On 5 October 2012, Ofcom published supplementary advice to the Secretary of State for Culture, Media and Sport and the Leveson Inquiry following Ofcom’s report on the feasibility of measuring plurality of media across platforms of June 2012.
The June 2012 report followed Ofcom’s consideration of plurality in relation to the proposed NewsCorp/BSkyB transaction published in December 2010, which suggested that the existing framework for considering plurality might no longer be equipped to achieve Parliaments policy objective.
The June 2012 report made recommendations to the Government and Parliament for improving the existing framework on review of media plurality, including the introduction of periodic review of plurality. The supplementary advice contains responses to further questions by the Secretary of State relating to further thinking on the issues raised and the practical implementation of Ofcom’s recommendations.
Ofcom provided advice on the following topics:
- Timescales for periodic reviews could be fixed in statute to give a degree of certainty to stakeholders.
- Timescales for appeals are likely to be more open-ended so as to allow for an effective right of appeal, but Parliament could ensure an appropriate balance is struck with the desire for certainty and timeliness.
- The compliance stage may be inherently open-ended – some remedies may have specific deadlines, but others may involve ongoing obligations.
Effective working between periodic plurality reviews and existing merger provisions
- The so-called risk “of double jeopardy” (ie the risk that a merger is reviewed under both a merger and a periodic review, potentially with different outcomes) would be difficult to rule out completely, but the regulatory framework must be consistent to ensure that the same cause does not trigger more than one plurality review.
- Reviews should have regard to, but not be bound by, previous decisions. Periodic and merger reviews could be undertaken by different bodies coordinated by guidance or by a single body.
- Parliament should determine the appropriate decision-maker for plurality reviews. It may be appropriate for the final decision to be made by a democratically-elected decision-maker.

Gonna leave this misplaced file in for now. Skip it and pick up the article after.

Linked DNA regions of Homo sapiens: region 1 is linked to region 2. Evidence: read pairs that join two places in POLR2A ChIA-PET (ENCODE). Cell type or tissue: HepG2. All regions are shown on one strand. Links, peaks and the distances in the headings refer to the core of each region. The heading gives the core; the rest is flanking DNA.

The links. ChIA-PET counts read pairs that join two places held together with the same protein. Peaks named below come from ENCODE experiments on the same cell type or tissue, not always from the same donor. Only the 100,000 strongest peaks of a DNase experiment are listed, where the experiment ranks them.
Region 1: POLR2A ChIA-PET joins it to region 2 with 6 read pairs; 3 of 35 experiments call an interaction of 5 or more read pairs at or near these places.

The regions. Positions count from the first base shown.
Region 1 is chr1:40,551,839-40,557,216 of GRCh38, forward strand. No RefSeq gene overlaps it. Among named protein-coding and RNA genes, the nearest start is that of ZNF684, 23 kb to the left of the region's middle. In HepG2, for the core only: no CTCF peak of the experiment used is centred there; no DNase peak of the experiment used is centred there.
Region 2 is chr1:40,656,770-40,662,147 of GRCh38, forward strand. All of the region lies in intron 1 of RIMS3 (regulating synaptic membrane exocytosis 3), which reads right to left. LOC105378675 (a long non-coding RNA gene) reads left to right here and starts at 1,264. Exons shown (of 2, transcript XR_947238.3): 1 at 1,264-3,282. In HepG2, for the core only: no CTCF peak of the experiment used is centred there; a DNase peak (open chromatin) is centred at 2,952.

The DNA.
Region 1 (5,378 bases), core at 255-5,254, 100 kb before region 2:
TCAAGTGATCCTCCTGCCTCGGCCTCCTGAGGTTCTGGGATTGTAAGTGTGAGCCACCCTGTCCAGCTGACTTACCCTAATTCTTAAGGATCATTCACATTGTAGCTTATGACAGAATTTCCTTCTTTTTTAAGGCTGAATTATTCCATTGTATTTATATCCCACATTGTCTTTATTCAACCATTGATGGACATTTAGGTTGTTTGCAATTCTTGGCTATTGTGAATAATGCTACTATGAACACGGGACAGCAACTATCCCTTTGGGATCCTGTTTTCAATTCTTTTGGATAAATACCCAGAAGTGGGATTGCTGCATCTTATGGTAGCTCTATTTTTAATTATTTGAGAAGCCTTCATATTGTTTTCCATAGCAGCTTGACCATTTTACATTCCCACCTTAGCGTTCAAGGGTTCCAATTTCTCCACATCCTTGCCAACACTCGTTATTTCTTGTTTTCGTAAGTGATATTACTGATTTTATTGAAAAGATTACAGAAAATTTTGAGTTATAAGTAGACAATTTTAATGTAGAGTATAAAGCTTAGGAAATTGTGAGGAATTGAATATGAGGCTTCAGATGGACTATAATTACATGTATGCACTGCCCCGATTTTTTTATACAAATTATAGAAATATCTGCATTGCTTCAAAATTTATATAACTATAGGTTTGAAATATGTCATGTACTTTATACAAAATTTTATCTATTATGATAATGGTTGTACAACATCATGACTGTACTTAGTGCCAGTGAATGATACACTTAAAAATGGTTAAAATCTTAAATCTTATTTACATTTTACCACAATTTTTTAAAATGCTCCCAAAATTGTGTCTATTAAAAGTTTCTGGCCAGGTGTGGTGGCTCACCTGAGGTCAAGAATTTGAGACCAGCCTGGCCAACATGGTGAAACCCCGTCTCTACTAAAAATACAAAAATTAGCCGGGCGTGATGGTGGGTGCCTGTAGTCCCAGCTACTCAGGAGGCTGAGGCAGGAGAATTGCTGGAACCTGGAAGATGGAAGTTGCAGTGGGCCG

- A periodic review would not require an equivalent to a phase 1 merger review (the initial phase used to determine whether the review should proceed), as the review would be required by statute. A periodic review would be broadly equivalent to a phase 2 decision (a full investigation).
Review of online players
- The framework should include in a plurality review online companies with a material influence over the news presented to the public.
- No definition of “media enterprise” for periodic or plurality merger tests should be attempted.
- The “special public interest” merger cases should not be extended to apply to online players as this may stifle innovation.
- There may be a range of remedies which would be appropriate in different circumstances, including structural remedies, behaviour rules and positive interventions. Parliament should lay down the set of remedies available, and a decision-maker should decide which is appropriate in a specific set of circumstances.
Guidance on “sufficiency”
- Ofcom’s June 2012 report noted that existing public interest considerations are based on the concept of “sufficiency” of plurality, a term which is not defined.
- Some form of guidance on meaning of “sufficiency” is likely to be desirable, probably in the form of indicative ranges, with additional qualitative guidance as to how those ranges should be interpreted.
The 20/20 rule
- The 20/20 rule prohibits a newspaper group with more than 20% of national newspaper share from holding a Channel 3 licence or a stake in a Channel 3 licensee that is greater than 20%. It was put in place in 2003 to prevent an unacceptable concentration of influence among newspaper groups and Channel 3 licensees, and in its June 2012 Ofcom recommended that Parliament consider whether the rule is still required.
- Parliament’s review of the 20/20 rule may wish to consider whether the underlying issues which gave rise to its introduction still apply, and if so, whether the rule is the most effective means of addressing them.
- Ofcom’s June 2012 report concluded that it may be desirable for a plurality review to be triggered by the exit of a major player from the market or other event which dramatically alters the market (eg a change in commercial strategy of a major player).
- There are several challenges presented by trying to pinpoint which particular market exits should trigger a review. The trigger would be difficult to precisely define, and the effects of a market exit on the market would be difficult to forecast in advance.
- The only possible way to prevent an entity in financial trouble from exiting the market would be for the Government to provide a subsidy.